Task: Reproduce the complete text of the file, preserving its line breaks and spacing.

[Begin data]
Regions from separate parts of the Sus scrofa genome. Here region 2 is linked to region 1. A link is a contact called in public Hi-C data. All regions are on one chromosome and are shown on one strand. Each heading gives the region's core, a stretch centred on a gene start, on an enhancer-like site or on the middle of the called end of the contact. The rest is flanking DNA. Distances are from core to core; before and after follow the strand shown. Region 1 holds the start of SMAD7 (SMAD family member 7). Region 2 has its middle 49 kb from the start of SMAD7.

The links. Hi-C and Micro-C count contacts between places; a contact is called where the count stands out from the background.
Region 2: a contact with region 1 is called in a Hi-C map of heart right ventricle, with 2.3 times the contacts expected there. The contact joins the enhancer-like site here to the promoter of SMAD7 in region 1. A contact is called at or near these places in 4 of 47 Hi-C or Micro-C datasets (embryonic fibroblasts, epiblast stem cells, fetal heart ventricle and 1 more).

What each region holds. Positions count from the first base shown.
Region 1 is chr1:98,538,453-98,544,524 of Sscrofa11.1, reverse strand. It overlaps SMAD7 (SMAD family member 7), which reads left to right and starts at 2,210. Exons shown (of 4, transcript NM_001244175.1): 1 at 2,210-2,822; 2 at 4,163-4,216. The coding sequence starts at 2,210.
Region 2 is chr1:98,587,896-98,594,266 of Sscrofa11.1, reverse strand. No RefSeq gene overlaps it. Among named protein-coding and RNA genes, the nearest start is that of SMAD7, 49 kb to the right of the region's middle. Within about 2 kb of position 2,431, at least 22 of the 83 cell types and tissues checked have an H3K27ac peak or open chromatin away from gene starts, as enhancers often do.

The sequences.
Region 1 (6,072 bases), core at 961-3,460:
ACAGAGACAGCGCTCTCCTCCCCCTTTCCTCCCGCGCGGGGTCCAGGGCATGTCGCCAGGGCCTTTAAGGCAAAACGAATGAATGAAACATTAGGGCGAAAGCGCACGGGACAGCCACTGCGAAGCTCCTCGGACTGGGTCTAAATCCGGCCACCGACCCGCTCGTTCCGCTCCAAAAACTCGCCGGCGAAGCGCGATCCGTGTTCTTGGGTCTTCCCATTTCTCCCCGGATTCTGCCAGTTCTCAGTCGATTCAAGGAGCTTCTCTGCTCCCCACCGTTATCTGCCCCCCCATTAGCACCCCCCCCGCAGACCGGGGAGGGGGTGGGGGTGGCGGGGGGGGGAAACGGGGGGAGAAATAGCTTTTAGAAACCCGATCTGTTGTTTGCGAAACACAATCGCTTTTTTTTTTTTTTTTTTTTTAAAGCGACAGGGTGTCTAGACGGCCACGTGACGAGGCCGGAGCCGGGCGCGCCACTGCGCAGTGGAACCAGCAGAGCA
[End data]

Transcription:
Regions from separate parts of the Sus scrofa genome. Here region 2 is linked to region 1. A link is a contact called in public Hi-C data. All regions are on one chromosome and are shown on one strand. Each heading gives the region's core, a stretch centred on a gene start, on an enhancer-like site or on the middle of the called end of the contact. The rest is flanking DNA. Distances are from core to core; before and after follow the strand shown. Region 1 holds the start of SMAD7 (SMAD family member 7). Region 2 has its middle 49 kb from the start of SMAD7.

The links. Hi-C and Micro-C count contacts between places; a contact is called where the count stands out from the background.
Region 2: a contact with region 1 is called in a Hi-C map of heart right ventricle, with 2.3 times the contacts expected there. The contact joins the enhancer-like site here to the promoter of SMAD7 in region 1. A contact is called at or near these places in 4 of 47 Hi-C or Micro-C datasets (embryonic fibroblasts, epiblast stem cells, fetal heart ventricle and 1 more).

What each region holds. Positions count from the first base shown.
Region 1 is chr1:98,538,453-98,544,524 of Sscrofa11.1, reverse strand. It overlaps SMAD7 (SMAD family member 7), which reads left to right and starts at 2,210. Exons shown (of 4, transcript NM_001244175.1): 1 at 2,210-2,822; 2 at 4,163-4,216. The coding sequence starts at 2,210.
Region 2 is chr1:98,587,896-98,594,266 of Sscrofa11.1, reverse strand. No RefSeq gene overlaps it. Among named protein-coding and RNA genes, the nearest start is that of SMAD7, 49 kb to the right of the region's middle. Within about 2 kb of position 2,431, at least 22 of the 83 cell types and tissues checked have an H3K27ac peak or open chromatin away from gene starts, as enhancers often do.

The sequences.
Region 1 (6,072 bases), core at 961-3,460:
ACAGAGACAGCGCTCTCCTCCCCCTTTCCTCCCGCGCGGGGTCCAGGGCATGTCGCCAGGGCCTTTAAGGCAAAACGAATGAATGAAACATTAGGGCGAAAGCGCACGGGACAGCCACTGCGAAGCTCCTCGGACTGGGTCTAAATCCGGCCACCGACCCGCTCGTTCCGCTCCAAAAACTCGCCGGCGAAGCGCGATCCGTGTTCTTGGGTCTTCCCATTTCTCCCCGGATTCTGCCAGTTCTCAGTCGATTCAAGGAGCTTCTCTGCTCCCCACCGTTATCTGCCCCCCCATTAGCACCCCCCCCGCAGACCGGGGAGGGGGTGGGGGTGGCGGGGGGGGGAAACGGGGGGAGAAATAGCTTTTAGAAACCCGATCTGTTGTTTGCGAAACACAATCGCTTTTTTTTTTTTTTTTTTTTTAAAGCGACAGGGTGTCTAGACGGCCACGTGACGAGGCCGGAGCCGGGCGCGCCACTGCGCAGTGGAACCAGCAGAGCA